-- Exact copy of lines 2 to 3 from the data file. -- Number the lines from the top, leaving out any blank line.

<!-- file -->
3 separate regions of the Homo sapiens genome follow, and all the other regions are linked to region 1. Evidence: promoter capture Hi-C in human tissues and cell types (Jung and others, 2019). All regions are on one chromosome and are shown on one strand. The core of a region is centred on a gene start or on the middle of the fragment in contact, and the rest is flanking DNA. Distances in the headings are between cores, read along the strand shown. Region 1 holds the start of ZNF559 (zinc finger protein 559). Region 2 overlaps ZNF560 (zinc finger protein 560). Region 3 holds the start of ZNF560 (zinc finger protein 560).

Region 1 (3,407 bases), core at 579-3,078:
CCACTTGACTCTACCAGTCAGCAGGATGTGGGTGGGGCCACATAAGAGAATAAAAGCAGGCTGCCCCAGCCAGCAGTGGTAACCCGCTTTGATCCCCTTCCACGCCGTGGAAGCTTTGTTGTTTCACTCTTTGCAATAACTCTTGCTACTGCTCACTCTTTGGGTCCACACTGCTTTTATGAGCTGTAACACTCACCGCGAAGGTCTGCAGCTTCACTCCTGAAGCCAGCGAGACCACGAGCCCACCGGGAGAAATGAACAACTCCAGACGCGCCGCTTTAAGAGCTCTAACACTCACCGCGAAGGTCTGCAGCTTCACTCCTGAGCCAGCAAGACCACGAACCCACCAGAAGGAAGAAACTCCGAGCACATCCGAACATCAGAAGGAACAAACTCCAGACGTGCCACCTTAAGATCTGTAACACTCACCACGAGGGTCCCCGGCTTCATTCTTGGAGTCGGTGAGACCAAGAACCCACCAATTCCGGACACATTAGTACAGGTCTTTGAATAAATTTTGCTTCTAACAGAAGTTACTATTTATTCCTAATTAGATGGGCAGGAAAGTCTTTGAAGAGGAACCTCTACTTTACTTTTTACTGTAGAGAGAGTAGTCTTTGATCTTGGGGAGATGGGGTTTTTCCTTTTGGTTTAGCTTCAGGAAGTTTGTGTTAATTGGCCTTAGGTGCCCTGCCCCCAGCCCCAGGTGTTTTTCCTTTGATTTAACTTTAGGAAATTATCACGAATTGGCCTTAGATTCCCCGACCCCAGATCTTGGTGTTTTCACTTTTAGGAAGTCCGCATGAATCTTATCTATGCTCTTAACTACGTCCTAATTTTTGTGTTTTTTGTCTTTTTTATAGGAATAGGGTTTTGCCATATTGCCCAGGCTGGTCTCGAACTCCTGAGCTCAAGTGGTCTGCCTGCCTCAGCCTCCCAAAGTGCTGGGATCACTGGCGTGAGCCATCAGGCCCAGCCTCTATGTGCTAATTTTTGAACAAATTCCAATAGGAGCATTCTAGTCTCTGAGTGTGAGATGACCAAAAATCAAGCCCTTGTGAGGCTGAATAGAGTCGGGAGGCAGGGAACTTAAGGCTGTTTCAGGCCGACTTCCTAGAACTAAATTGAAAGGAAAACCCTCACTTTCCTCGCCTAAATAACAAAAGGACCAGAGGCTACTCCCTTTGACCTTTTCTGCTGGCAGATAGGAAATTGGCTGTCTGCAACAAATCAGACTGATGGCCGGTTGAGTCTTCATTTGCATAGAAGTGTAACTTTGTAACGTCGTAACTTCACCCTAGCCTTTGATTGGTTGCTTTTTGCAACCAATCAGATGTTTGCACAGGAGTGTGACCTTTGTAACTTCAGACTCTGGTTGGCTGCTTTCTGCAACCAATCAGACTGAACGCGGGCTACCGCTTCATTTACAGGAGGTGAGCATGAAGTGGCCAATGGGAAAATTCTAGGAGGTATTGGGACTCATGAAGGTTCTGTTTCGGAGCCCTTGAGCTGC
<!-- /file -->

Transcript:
Region 1 (3,407 bases), core at 579-3,078:
CCACTTGACTCTACCAGTCAGCAGGATGTGGGTGGGGCCACATAAGAGAATAAAAGCAGGCTGCCCCAGCCAGCAGTGGTAACCCGCTTTGATCCCCTTCCACGCCGTGGAAGCTTTGTTGTTTCACTCTTTGCAATAACTCTTGCTACTGCTCACTCTTTGGGTCCACACTGCTTTTATGAGCTGTAACACTCACCGCGAAGGTCTGCAGCTTCACTCCTGAAGCCAGCGAGACCACGAGCCCACCGGGAGAAATGAACAACTCCAGACGCGCCGCTTTAAGAGCTCTAACACTCACCGCGAAGGTCTGCAGCTTCACTCCTGAGCCAGCAAGACCACGAACCCACCAGAAGGAAGAAACTCCGAGCACATCCGAACATCAGAAGGAACAAACTCCAGACGTGCCACCTTAAGATCTGTAACACTCACCACGAGGGTCCCCGGCTTCATTCTTGGAGTCGGTGAGACCAAGAACCCACCAATTCCGGACACATTAGTACAGGTCTTTGAATAAATTTTGCTTCTAACAGAAGTTACTATTTATTCCTAATTAGATGGGCAGGAAAGTCTTTGAAGAGGAACCTCTACTTTACTTTTTACTGTAGAGAGAGTAGTCTTTGATCTTGGGGAGATGGGGTTTTTCCTTTTGGTTTAGCTTCAGGAAGTTTGTGTTAATTGGCCTTAGGTGCCCTGCCCCCAGCCCCAGGTGTTTTTCCTTTGATTTAACTTTAGGAAATTATCACGAATTGGCCTTAGATTCCCCGACCCCAGATCTTGGTGTTTTCACTTTTAGGAAGTCCGCATGAATCTTATCTATGCTCTTAACTACGTCCTAATTTTTGTGTTTTTTGTCTTTTTTATAGGAATAGGGTTTTGCCATATTGCCCAGGCTGGTCTCGAACTCCTGAGCTCAAGTGGTCTGCCTGCCTCAGCCTCCCAAAGTGCTGGGATCACTGGCGTGAGCCATCAGGCCCAGCCTCTATGTGCTAATTTTTGAACAAATTCCAATAGGAGCATTCTAGTCTCTGAGTGTGAGATGACCAAAAATCAAGCCCTTGTGAGGCTGAATAGAGTCGGGAGGCAGGGAACTTAAGGCTGTTTCAGGCCGACTTCCTAGAACTAAATTGAAAGGAAAACCCTCACTTTCCTCGCCTAAATAACAAAAGGACCAGAGGCTACTCCCTTTGACCTTTTCTGCTGGCAGATAGGAAATTGGCTGTCTGCAACAAATCAGACTGATGGCCGGTTGAGTCTTCATTTGCATAGAAGTGTAACTTTGTAACGTCGTAACTTCACCCTAGCCTTTGATTGGTTGCTTTTTGCAACCAATCAGATGTTTGCACAGGAGTGTGACCTTTGTAACTTCAGACTCTGGTTGGCTGCTTTCTGCAACCAATCAGACTGAACGCGGGCTACCGCTTCATTTACAGGAGGTGAGCATGAAGTGGCCAATGGGAAAATTCTAGGAGGTATTGGGACTCATGAAGGTTCTGTTTCGGAGCCCTTGAGCTGC